Specialization: Is it Necessary?

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Specialization: Is it Necessary?

I remember the first time I saw the letters ABPP after the Ph.D. of one of my supervisor’s names in graduate school.  When I asked more about this, I was told that one of the keys to success as a psychologist was to become board-certified in a specialty.  

So all these years later, I sit here, licensed, still without the ABPP behind my name.  And I still have that advice lurking in the back of my mind, telling me that to really be successful, it is necessary.  But is it?


Job Security

There comes some level of job security when you have a specialization.  Being board certified may make it easier to get approved as a provider for insurance companies, as many are now asking this of applicants.  If your practice takes insurance, then this is really something to consider.

Likewise, some medical centers or hospitals require board certification for privileges.  If having hospital privileges is important to your practice, then this is definitely something to consider.    

Known as the Expert/Referrals

We all, at some point, want to know who to go to when we have a specific problem or want help.  By specializing, you can be known amongst your colleagues and community as that “go-to” therapist.  You’ll have people saying, “you have to see Dr. X”, whenever someone starts talking about how much they’re struggling with ….insomnia…marital problems…whatever your specialty is.  Over time, by being known as the one who treats something so specific, referrals can come without you even trying.  

Furthermore, once you are board-certified, you can access ABPP online resources for even more networking and referrals.  


When you offer specialized treatment, those clients who are seeking you out are doing so very deliberately.  They know why they are coming to you and want your help.  They did not just pick any old name out of the phone book.  Your extra training and the time you spent to be able to provide such specialized treatment is worth more.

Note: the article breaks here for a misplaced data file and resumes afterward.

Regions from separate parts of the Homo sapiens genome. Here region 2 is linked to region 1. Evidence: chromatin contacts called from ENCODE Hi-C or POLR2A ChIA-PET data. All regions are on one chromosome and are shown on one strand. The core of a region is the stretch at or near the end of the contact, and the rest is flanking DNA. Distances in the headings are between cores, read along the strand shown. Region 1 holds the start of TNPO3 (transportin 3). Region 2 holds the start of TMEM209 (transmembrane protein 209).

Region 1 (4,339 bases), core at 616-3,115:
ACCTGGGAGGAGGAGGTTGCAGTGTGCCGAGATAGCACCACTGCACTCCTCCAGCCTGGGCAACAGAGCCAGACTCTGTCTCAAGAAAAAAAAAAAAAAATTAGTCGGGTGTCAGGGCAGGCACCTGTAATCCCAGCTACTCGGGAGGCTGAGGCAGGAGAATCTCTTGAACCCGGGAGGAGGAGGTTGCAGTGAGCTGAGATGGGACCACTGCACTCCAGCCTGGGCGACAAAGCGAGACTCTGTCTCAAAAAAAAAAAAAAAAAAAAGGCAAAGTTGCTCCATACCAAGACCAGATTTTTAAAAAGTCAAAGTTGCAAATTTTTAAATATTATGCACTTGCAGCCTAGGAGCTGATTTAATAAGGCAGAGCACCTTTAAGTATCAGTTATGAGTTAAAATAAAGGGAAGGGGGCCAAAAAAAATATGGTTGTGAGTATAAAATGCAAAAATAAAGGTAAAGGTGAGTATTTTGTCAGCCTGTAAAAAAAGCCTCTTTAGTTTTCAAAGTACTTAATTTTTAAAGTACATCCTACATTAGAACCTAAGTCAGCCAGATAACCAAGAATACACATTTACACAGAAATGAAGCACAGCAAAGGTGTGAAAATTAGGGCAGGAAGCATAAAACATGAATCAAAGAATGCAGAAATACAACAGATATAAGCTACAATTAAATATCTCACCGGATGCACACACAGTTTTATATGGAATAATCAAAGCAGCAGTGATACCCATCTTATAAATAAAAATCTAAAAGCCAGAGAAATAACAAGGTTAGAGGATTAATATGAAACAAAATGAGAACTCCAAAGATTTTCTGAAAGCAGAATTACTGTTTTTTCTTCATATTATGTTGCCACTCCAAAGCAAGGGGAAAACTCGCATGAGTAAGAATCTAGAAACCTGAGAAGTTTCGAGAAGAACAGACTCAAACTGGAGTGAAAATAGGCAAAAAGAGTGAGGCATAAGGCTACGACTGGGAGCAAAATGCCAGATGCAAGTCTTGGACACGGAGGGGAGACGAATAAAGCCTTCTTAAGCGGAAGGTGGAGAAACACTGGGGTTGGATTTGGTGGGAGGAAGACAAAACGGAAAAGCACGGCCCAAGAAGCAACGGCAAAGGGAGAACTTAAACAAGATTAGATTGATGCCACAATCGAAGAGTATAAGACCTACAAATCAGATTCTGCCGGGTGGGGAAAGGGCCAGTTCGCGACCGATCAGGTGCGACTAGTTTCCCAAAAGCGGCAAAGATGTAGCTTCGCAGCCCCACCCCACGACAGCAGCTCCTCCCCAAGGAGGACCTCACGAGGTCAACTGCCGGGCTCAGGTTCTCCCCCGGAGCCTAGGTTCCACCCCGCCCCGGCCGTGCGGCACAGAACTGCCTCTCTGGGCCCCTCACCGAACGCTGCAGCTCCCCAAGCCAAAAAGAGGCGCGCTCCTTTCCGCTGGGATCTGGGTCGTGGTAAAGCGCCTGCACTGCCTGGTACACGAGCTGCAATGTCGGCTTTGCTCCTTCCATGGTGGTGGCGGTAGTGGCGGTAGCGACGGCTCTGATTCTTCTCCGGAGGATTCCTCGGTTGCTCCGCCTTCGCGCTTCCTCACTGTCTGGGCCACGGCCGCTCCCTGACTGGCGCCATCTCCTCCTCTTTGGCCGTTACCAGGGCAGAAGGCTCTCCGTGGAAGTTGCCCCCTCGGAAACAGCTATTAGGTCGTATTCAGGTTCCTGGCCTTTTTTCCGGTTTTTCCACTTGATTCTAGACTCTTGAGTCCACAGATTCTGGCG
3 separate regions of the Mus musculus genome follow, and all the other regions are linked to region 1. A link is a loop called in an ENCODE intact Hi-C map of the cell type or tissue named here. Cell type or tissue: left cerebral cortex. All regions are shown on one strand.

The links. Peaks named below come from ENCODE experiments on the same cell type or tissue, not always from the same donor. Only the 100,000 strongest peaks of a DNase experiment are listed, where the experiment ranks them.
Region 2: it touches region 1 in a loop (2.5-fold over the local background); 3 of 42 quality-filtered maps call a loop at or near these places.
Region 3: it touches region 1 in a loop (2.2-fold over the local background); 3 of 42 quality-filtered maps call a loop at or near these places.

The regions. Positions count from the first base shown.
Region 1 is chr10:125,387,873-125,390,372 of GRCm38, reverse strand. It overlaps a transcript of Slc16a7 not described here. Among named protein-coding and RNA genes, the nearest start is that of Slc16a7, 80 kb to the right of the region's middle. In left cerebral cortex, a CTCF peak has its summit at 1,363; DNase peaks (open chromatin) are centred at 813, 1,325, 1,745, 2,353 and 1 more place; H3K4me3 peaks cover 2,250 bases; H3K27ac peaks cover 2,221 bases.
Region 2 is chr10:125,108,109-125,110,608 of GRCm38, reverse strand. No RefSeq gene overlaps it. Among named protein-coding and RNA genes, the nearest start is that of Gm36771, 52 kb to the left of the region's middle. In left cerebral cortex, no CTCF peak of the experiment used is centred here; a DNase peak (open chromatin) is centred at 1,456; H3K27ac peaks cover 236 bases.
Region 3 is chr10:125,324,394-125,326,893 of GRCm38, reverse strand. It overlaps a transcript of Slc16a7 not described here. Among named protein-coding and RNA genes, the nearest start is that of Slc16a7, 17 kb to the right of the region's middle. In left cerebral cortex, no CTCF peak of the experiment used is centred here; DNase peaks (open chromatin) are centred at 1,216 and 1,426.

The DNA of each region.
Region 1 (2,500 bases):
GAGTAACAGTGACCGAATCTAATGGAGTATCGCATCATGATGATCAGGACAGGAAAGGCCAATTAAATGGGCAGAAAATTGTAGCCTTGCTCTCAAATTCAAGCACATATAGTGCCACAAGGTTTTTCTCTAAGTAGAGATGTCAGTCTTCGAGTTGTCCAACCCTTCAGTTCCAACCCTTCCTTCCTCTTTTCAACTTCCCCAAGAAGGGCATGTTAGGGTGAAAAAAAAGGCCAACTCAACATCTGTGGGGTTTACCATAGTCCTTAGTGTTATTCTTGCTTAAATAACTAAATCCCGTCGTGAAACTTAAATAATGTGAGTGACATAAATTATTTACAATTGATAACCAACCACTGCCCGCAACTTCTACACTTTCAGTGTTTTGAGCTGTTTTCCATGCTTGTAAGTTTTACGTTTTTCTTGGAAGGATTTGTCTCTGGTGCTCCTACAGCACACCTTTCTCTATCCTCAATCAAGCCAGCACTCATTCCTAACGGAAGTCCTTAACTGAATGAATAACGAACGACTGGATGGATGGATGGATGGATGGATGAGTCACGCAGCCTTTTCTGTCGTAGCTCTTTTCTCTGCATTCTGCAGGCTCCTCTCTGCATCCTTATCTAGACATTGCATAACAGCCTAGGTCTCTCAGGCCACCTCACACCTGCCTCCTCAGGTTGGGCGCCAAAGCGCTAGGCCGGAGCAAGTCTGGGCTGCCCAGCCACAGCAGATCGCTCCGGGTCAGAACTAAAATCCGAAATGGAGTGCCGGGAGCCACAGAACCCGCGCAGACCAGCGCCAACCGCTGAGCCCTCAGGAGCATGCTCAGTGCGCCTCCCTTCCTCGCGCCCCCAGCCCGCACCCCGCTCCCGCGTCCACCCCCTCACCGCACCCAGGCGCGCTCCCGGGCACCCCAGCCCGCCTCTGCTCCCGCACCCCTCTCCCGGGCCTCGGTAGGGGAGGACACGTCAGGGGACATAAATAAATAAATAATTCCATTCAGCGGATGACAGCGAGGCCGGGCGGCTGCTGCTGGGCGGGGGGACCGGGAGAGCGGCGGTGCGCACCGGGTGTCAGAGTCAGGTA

Having board certification distinguishes you from other psychologists. 

Having this validates your background, training, and experience.  Whether it is another colleague or a potential client searching for help, once they see you are board-certified and others are not, you will automatically stand out.  



People choose their specialty for many reasons. But even someone who chose a specialty that they found fascinating runs the risk of limiting themselves during their career.  Even if someone chooses to specialize in school psychology, for instance, they may not only want to practice within this specialization for the next 20 years.  But if they are successful due to the consistent stream of referrals and calls coming in due to being known as the local school psychologist, that just may be what happens.  

Financial difficulties

Whereas I mentioned above that specializing can potentially be a pro to specializing, it can also be a con.  Sometimes having a specialty can negatively impact how many referrals or calls you may get.  Just because you have a specialty, it does not necessarily mean that is the only focus of your practice. But a potential client or referring colleague may assume otherwise and not contact you. For example, if you are board-certified in group psychology, someone may erroneously assume that you do not see individuals. So, they contact another therapist, and you miss out on a new client.    

Board certification is also a process that takes time, commitment and money

 The time to complete the application and examination processes can be quite lengthy.  There are fees required for the application, exam(s), and annual maintenance.  And, if certified after January 2015, there is a requirement to demonstrate maintenance of certification every 10 years. 

So, does specializing as a therapist bring success?  As with most things, the answer is not cut and dry.  If you are a psychologist out there wondering if you need to go the extra step to get board-certified and specialize, first consider some of the pros and cons.  Certainly, there is no right or wrong answer.  I look at other specialties, like being a Christian Counselor, and see that a license is not needed yet they are still considered a specialist in this field.  There is just what feels right for you and what you believe will be best for you and your practice.

If you are looking to grow your practice and already have a specialty you may want to check out these 3 reasons why your practice may not be growing.

Cristina Castagnini, Ph.D., CEDS, is a licensed psychologist and is recognized as a Certified Eating Disorder Specialist by the International Association of Eating Disorder Professionals (IAEDP). She graduated with honors, earning her bachelor’s degree in psychology from The University of California, Santa Cruz, her Master’s Degree in clinical psychology (with an emphasis in Marriage and Family Therapy) from Pepperdine University, and her doctoral degree in counseling psychology at the University of Southern California. Find out more here.